Markets move differently
This week, soybean prices have broken out above recent resistance, moving to the highest prices since 2008, and above the summer of 2011 highs near $14.50.
Running close to $15 before selling off again, it might not take long for soybeans to push nearby futures to the 2008 highs near $16.50.
The impetus for the soybean push was the disastrous crop in South America (SAM), with both Argentina and Brazil reporting disappointing yields in both locations. As harvest wore on, it became more and more apparent that the crop just wasn't there, and we have perhaps the biggest
disappointment in decades in SAM. That pushed nearby prices higher as the demand from China is relentless, pushing soybean prices to unheard of price levels. We haven't spent much time at the current price levels in the history of world soybean prices!
This is a great dichotomy for the market to deal with, as a very poor SAM crop is also being dealt with, while the US is enjoying perhaps its best spring planting season ever. Most crops are at or well ahead of normal planting progress, and typically that means large yields of corn and HRS wheat crops, as they avoid the heat of the summer for reproductive stages.
Virtually all crops are well ahead of normal planting progress, and with an open window of planting this week ahead of forecast rains over the weekend, we might have indeed a very good emergence and early development of most crops. Corn planting was already at 28% complete on April 22, and with a good week this week it's likely over 50% will be planted by April 29th - which will probably lead USDA to hike yields above the 164 bu 'trend' yields in the May report. Soybean planting is even underway already, with 6% of that planted compared to only 2% normally done. HRS wheat is the most advanced, with 57% already in the ground vs. only 19%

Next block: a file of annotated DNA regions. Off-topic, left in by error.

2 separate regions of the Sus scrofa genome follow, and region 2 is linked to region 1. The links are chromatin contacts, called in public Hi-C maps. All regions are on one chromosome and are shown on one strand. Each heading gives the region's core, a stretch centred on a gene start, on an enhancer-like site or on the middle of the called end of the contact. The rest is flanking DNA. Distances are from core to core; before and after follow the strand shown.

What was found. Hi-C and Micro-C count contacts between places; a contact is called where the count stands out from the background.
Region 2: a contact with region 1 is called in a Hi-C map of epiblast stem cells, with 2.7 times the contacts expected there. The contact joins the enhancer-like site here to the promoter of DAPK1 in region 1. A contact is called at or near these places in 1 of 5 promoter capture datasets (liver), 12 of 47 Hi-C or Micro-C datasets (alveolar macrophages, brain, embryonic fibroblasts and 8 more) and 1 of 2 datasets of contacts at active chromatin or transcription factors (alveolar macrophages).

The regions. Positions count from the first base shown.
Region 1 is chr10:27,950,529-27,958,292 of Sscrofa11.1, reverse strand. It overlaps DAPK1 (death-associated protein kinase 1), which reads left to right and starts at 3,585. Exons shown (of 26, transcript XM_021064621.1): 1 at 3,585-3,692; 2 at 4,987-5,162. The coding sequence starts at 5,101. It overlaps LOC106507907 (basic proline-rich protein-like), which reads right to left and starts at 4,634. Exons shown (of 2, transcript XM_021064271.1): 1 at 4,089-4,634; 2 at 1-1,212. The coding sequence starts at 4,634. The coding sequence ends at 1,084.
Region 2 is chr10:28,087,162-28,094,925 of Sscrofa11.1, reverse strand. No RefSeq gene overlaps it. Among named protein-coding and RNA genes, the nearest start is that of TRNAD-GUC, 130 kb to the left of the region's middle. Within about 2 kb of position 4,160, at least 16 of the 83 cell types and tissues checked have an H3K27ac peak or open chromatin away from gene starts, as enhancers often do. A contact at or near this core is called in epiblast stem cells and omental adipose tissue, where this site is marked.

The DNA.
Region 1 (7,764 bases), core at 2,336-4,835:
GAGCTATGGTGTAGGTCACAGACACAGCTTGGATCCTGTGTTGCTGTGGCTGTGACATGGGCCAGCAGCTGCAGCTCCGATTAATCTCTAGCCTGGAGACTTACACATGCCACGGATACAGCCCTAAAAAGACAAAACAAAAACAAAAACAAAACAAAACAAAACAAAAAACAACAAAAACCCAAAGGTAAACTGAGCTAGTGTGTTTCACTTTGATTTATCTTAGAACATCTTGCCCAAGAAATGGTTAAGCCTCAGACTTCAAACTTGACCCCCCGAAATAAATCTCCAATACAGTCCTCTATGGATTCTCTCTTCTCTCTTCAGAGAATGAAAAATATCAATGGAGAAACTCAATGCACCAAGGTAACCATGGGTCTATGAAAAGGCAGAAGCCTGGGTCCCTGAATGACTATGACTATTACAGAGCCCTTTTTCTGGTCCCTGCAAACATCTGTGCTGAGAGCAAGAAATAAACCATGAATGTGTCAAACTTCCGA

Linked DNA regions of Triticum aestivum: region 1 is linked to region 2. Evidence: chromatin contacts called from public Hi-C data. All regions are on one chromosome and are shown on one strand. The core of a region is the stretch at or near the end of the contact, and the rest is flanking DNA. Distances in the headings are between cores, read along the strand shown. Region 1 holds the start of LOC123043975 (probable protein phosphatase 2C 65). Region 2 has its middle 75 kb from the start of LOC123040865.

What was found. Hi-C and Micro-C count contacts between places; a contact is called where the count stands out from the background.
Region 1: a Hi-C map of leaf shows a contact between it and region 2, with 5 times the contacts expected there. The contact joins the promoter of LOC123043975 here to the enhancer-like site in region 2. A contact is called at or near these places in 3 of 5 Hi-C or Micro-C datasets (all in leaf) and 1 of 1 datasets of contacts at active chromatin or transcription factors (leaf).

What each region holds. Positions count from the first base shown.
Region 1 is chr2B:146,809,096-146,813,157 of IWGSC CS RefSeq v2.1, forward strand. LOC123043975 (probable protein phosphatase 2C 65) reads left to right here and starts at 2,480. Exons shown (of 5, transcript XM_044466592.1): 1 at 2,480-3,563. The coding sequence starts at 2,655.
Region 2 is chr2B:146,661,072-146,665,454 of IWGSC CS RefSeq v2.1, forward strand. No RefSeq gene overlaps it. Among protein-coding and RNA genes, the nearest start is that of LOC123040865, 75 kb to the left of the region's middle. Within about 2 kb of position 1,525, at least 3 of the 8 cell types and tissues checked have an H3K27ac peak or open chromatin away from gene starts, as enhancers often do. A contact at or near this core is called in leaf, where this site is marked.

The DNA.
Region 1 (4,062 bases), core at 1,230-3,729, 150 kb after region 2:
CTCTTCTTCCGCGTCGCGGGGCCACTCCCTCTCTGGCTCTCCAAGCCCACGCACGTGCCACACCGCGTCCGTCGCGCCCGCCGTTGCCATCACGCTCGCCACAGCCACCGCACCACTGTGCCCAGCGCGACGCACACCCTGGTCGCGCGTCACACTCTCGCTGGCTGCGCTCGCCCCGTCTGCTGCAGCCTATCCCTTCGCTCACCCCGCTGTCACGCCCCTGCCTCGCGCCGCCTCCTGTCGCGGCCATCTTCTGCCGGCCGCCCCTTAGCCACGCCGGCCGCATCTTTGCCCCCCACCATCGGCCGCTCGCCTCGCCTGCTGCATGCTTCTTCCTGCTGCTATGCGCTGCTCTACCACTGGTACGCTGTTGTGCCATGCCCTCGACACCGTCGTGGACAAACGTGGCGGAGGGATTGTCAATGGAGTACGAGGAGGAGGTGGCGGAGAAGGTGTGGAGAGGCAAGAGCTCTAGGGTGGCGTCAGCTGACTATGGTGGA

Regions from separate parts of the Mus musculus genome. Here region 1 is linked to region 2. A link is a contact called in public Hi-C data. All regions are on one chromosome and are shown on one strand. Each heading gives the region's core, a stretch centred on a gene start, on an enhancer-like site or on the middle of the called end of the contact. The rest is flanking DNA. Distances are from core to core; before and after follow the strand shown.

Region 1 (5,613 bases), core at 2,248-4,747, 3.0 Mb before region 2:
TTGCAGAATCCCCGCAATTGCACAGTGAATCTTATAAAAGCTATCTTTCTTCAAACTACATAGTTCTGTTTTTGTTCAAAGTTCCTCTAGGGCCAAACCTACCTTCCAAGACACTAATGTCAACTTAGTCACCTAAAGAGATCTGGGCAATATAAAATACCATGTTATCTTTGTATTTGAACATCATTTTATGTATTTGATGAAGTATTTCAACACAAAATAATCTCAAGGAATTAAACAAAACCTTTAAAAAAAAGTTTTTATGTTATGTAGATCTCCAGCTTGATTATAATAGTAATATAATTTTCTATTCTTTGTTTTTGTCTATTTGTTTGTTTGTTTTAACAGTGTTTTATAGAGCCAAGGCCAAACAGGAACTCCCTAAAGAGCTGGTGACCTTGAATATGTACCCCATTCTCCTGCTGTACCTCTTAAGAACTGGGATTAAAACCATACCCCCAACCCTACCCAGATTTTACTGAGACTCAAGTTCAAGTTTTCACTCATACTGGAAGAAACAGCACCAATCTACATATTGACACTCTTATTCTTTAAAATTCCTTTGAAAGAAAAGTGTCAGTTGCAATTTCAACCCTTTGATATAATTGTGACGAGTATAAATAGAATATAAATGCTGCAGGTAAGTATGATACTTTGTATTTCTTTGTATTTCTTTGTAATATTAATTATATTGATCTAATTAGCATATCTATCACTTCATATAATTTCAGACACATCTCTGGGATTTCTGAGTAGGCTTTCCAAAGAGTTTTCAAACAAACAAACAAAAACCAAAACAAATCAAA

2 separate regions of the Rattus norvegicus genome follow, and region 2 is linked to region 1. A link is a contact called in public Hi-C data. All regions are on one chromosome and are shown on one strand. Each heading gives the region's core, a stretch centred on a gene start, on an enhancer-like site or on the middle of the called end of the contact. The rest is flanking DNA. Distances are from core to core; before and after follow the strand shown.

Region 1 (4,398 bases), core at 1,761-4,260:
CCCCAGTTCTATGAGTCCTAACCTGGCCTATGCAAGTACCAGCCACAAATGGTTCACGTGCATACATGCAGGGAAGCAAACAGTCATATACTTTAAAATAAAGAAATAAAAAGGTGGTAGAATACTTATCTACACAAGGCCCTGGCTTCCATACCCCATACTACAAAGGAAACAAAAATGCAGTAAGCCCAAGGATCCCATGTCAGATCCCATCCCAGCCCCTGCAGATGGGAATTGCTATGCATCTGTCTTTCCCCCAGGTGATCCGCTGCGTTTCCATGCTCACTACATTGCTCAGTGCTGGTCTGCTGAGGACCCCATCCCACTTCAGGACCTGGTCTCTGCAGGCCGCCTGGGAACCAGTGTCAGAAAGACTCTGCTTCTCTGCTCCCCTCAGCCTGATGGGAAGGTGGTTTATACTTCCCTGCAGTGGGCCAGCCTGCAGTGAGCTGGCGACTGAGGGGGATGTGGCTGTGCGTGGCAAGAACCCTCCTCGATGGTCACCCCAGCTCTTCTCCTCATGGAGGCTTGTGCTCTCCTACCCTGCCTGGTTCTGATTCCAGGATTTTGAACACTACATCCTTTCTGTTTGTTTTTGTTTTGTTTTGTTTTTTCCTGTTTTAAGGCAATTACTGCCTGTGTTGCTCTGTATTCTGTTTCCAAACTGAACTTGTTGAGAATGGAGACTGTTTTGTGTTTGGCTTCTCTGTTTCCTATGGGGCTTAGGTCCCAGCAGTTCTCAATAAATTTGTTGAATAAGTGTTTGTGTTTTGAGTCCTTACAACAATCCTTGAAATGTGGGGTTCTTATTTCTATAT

Not only is planting rapid in perfect planting conditions, but winter wheat is also rated very high for this time of year, implying a record shattering yield is likely this year. Pro Ag's yield model is already at 48.84 bu/acre, 2 bu above trend and at record shattering yield potential.
Conditions are rated 63% G/E, well ahead of last year's disastrous crop. That means more grazing and less feed use needed of corn for cattle, as well as more bushels of wheat available for feeding this summer. Perhaps it's no wonder that corn and wheat prices can't seem to rally with the soybean market!